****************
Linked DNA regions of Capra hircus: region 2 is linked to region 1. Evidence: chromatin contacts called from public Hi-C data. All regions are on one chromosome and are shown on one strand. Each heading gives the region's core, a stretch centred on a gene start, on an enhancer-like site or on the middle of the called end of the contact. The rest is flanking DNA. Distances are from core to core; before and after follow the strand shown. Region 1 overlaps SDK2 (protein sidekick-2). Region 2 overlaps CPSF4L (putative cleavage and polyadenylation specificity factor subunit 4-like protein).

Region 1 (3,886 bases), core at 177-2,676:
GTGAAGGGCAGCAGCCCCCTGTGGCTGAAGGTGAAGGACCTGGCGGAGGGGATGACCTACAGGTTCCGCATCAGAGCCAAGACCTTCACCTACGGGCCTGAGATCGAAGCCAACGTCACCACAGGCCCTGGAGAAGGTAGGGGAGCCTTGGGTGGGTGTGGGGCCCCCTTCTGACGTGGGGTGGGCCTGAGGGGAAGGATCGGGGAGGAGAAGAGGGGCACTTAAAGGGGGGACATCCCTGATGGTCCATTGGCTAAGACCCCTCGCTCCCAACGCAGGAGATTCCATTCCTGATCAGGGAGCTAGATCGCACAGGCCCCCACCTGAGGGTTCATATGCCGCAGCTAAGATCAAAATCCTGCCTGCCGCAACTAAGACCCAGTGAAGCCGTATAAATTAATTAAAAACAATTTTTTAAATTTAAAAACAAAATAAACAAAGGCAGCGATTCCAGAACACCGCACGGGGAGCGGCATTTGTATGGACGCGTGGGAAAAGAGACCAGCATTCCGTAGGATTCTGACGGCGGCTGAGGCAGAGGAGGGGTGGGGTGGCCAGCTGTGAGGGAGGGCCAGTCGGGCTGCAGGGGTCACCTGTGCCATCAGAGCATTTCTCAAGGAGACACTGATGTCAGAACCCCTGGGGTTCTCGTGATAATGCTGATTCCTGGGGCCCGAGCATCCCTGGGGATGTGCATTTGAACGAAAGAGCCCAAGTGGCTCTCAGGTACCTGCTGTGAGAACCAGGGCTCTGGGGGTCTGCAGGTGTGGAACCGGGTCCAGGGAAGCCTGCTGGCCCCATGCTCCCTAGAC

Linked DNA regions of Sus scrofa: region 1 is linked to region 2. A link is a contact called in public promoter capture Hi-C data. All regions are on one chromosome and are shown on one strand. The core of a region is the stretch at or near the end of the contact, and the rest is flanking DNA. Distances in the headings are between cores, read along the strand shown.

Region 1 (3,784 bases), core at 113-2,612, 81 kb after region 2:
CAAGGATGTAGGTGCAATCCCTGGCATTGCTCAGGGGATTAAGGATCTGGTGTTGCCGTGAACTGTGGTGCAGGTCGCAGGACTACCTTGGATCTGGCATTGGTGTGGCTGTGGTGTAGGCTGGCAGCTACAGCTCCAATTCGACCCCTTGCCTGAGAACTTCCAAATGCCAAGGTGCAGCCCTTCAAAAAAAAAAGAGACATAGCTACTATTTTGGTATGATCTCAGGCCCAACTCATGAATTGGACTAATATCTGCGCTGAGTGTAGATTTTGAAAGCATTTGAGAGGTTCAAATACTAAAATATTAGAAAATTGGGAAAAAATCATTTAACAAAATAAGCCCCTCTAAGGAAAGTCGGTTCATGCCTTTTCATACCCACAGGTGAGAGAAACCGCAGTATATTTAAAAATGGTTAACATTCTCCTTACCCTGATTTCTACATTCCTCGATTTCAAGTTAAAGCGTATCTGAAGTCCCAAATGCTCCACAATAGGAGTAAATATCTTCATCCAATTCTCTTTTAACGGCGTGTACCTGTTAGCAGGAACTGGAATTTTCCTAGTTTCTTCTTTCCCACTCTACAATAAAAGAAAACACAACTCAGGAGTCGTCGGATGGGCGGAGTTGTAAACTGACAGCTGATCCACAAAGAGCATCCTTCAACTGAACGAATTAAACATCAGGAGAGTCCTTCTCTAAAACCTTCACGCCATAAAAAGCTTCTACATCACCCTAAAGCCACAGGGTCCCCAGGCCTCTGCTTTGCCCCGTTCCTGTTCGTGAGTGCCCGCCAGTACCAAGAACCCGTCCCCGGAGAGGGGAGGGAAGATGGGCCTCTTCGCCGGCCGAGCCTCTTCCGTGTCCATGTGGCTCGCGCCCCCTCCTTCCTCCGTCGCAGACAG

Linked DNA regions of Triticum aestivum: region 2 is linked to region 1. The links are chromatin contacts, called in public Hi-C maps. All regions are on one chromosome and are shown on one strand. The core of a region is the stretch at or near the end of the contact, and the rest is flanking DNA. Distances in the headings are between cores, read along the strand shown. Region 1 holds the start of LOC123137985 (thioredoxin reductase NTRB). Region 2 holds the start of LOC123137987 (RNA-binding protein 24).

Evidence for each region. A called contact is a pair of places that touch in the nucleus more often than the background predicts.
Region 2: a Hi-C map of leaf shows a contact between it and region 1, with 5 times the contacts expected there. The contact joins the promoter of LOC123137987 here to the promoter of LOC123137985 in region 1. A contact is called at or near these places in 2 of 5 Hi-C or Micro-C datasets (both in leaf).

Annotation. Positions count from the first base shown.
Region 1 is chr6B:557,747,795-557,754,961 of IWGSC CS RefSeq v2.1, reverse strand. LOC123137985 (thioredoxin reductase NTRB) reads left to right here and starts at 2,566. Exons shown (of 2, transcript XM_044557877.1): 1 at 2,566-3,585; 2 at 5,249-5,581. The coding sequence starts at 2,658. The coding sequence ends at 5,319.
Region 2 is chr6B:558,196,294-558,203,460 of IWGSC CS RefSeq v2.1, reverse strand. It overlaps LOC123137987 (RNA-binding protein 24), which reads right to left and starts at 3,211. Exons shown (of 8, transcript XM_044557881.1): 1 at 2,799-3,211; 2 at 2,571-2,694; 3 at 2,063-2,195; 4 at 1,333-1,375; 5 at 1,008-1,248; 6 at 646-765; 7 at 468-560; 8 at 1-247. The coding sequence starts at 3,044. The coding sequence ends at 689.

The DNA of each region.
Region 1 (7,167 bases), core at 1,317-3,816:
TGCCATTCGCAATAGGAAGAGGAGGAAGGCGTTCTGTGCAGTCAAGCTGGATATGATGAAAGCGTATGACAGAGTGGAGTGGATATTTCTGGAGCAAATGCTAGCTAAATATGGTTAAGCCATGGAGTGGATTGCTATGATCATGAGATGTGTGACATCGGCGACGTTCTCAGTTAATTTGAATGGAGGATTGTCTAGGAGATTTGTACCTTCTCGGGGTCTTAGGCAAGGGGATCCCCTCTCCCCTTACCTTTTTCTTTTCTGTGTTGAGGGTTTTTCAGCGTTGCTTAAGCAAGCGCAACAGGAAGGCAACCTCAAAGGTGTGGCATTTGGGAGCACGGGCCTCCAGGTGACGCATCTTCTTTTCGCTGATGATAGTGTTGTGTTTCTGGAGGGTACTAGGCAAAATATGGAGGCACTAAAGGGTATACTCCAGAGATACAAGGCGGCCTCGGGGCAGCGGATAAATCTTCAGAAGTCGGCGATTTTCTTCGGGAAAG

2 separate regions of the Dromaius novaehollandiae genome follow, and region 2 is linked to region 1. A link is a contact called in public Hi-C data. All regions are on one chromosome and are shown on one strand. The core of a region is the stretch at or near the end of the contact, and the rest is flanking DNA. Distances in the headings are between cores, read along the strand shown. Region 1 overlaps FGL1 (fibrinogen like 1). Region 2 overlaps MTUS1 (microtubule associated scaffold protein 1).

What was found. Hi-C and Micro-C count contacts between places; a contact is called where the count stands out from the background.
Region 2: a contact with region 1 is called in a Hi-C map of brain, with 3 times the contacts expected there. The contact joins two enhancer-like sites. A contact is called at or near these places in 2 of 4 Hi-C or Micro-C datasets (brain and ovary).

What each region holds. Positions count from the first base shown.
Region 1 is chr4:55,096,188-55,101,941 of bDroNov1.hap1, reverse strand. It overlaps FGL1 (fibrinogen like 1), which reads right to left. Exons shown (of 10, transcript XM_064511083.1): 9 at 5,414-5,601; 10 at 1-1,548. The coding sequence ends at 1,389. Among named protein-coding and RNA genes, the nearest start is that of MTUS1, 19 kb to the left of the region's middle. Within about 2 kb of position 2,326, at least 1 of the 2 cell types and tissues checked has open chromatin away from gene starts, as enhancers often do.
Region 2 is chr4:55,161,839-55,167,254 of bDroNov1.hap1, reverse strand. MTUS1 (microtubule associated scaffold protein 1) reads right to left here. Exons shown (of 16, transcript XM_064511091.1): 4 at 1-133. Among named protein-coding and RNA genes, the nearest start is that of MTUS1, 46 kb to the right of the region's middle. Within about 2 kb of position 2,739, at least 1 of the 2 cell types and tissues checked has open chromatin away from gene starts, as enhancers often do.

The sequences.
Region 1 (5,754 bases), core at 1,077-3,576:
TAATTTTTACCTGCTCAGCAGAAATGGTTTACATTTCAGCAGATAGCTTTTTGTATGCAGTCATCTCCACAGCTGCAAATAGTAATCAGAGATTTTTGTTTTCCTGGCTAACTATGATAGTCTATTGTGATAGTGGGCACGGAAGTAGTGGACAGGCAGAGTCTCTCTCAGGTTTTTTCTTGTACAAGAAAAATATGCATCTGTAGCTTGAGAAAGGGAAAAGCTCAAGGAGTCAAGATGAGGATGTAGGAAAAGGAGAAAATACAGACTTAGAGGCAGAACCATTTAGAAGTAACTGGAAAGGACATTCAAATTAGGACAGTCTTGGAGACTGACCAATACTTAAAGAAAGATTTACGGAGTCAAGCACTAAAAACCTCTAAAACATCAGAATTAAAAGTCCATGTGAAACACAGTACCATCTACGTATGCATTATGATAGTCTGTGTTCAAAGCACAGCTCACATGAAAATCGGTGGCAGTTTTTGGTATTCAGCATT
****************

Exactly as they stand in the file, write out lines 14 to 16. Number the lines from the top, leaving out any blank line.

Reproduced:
Region 1 (7,167 bases), core at 1,317-3,816:
TGCCATTCGCAATAGGAAGAGGAGGAAGGCGTTCTGTGCAGTCAAGCTGGATATGATGAAAGCGTATGACAGAGTGGAGTGGATATTTCTGGAGCAAATGCTAGCTAAATATGGTTAAGCCATGGAGTGGATTGCTATGATCATGAGATGTGTGACATCGGCGACGTTCTCAGTTAATTTGAATGGAGGATTGTCTAGGAGATTTGTACCTTCTCGGGGTCTTAGGCAAGGGGATCCCCTCTCCCCTTACCTTTTTCTTTTCTGTGTTGAGGGTTTTTCAGCGTTGCTTAAGCAAGCGCAACAGGAAGGCAACCTCAAAGGTGTGGCATTTGGGAGCACGGGCCTCCAGGTGACGCATCTTCTTTTCGCTGATGATAGTGTTGTGTTTCTGGAGGGTACTAGGCAAAATATGGAGGCACTAAAGGGTATACTCCAGAGATACAAGGCGGCCTCGGGGCAGCGGATAAATCTTCAGAAGTCGGCGATTTTCTTCGGGAAAG

2 separate regions of the Dromaius novaehollandiae genome follow, and region 2 is linked to region 1. A link is a contact called in public Hi-C data. All regions are on one chromosome and are shown on one strand. The core of a region is the stretch at or near the end of the contact, and the rest is flanking DNA. Distances in the headings are between cores, read along the strand shown. Region 1 overlaps FGL1 (fibrinogen like 1). Region 2 overlaps MTUS1 (microtubule associated scaffold protein 1).